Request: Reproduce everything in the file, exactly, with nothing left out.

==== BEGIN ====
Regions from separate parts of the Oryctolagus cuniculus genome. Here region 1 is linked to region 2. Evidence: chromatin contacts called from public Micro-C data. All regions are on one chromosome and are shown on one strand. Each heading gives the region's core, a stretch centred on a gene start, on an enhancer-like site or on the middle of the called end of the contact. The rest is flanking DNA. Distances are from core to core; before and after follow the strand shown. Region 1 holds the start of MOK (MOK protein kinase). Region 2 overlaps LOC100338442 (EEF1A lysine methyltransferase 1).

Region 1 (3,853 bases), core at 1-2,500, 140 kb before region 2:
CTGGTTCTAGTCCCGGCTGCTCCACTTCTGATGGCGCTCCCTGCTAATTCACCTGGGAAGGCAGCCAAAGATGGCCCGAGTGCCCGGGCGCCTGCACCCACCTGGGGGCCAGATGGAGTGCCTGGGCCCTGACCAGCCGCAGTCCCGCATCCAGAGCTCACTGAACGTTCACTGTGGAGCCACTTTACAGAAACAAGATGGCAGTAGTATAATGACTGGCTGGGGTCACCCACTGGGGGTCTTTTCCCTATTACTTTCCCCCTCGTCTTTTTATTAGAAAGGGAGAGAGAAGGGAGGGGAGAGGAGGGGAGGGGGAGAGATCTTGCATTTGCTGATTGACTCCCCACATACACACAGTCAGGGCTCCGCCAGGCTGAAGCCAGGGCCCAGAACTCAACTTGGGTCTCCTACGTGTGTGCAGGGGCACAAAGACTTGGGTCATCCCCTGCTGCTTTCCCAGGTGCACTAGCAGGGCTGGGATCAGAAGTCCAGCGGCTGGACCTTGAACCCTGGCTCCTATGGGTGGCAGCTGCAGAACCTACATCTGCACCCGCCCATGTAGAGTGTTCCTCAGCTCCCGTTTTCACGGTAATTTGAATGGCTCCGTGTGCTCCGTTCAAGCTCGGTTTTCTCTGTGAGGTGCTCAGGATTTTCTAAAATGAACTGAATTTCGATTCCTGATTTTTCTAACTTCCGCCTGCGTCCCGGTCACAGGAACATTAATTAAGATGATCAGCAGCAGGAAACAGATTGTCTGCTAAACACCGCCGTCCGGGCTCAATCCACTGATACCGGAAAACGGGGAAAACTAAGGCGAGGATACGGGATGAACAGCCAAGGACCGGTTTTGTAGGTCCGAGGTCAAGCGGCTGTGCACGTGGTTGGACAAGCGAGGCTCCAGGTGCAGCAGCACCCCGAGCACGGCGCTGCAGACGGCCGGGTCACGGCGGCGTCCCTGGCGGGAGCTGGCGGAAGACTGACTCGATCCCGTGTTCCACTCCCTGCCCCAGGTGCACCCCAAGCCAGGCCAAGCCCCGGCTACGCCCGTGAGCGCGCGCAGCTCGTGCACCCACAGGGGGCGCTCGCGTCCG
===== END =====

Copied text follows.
Regions from separate parts of the Oryctolagus cuniculus genome. Here region 1 is linked to region 2. Evidence: chromatin contacts called from public Micro-C data. All regions are on one chromosome and are shown on one strand. Each heading gives the region's core, a stretch centred on a gene start, on an enhancer-like site or on the middle of the called end of the contact. The rest is flanking DNA. Distances are from core to core; before and after follow the strand shown. Region 1 holds the start of MOK (MOK protein kinase). Region 2 overlaps LOC100338442 (EEF1A lysine methyltransferase 1).

Region 1 (3,853 bases), core at 1-2,500, 140 kb before region 2:
CTGGTTCTAGTCCCGGCTGCTCCACTTCTGATGGCGCTCCCTGCTAATTCACCTGGGAAGGCAGCCAAAGATGGCCCGAGTGCCCGGGCGCCTGCACCCACCTGGGGGCCAGATGGAGTGCCTGGGCCCTGACCAGCCGCAGTCCCGCATCCAGAGCTCACTGAACGTTCACTGTGGAGCCACTTTACAGAAACAAGATGGCAGTAGTATAATGACTGGCTGGGGTCACCCACTGGGGGTCTTTTCCCTATTACTTTCCCCCTCGTCTTTTTATTAGAAAGGGAGAGAGAAGGGAGGGGAGAGGAGGGGAGGGGGAGAGATCTTGCATTTGCTGATTGACTCCCCACATACACACAGTCAGGGCTCCGCCAGGCTGAAGCCAGGGCCCAGAACTCAACTTGGGTCTCCTACGTGTGTGCAGGGGCACAAAGACTTGGGTCATCCCCTGCTGCTTTCCCAGGTGCACTAGCAGGGCTGGGATCAGAAGTCCAGCGGCTGGACCTTGAACCCTGGCTCCTATGGGTGGCAGCTGCAGAACCTACATCTGCACCCGCCCATGTAGAGTGTTCCTCAGCTCCCGTTTTCACGGTAATTTGAATGGCTCCGTGTGCTCCGTTCAAGCTCGGTTTTCTCTGTGAGGTGCTCAGGATTTTCTAAAATGAACTGAATTTCGATTCCTGATTTTTCTAACTTCCGCCTGCGTCCCGGTCACAGGAACATTAATTAAGATGATCAGCAGCAGGAAACAGATTGTCTGCTAAACACCGCCGTCCGGGCTCAATCCACTGATACCGGAAAACGGGGAAAACTAAGGCGAGGATACGGGATGAACAGCCAAGGACCGGTTTTGTAGGTCCGAGGTCAAGCGGCTGTGCACGTGGTTGGACAAGCGAGGCTCCAGGTGCAGCAGCACCCCGAGCACGGCGCTGCAGACGGCCGGGTCACGGCGGCGTCCCTGGCGGGAGCTGGCGGAAGACTGACTCGATCCCGTGTTCCACTCCCTGCCCCAGGTGCACCCCAAGCCAGGCCAAGCCCCGGCTACGCCCGTGAGCGCGCGCAGCTCGTGCACCCACAGGGGGCGCTCGCGTCCG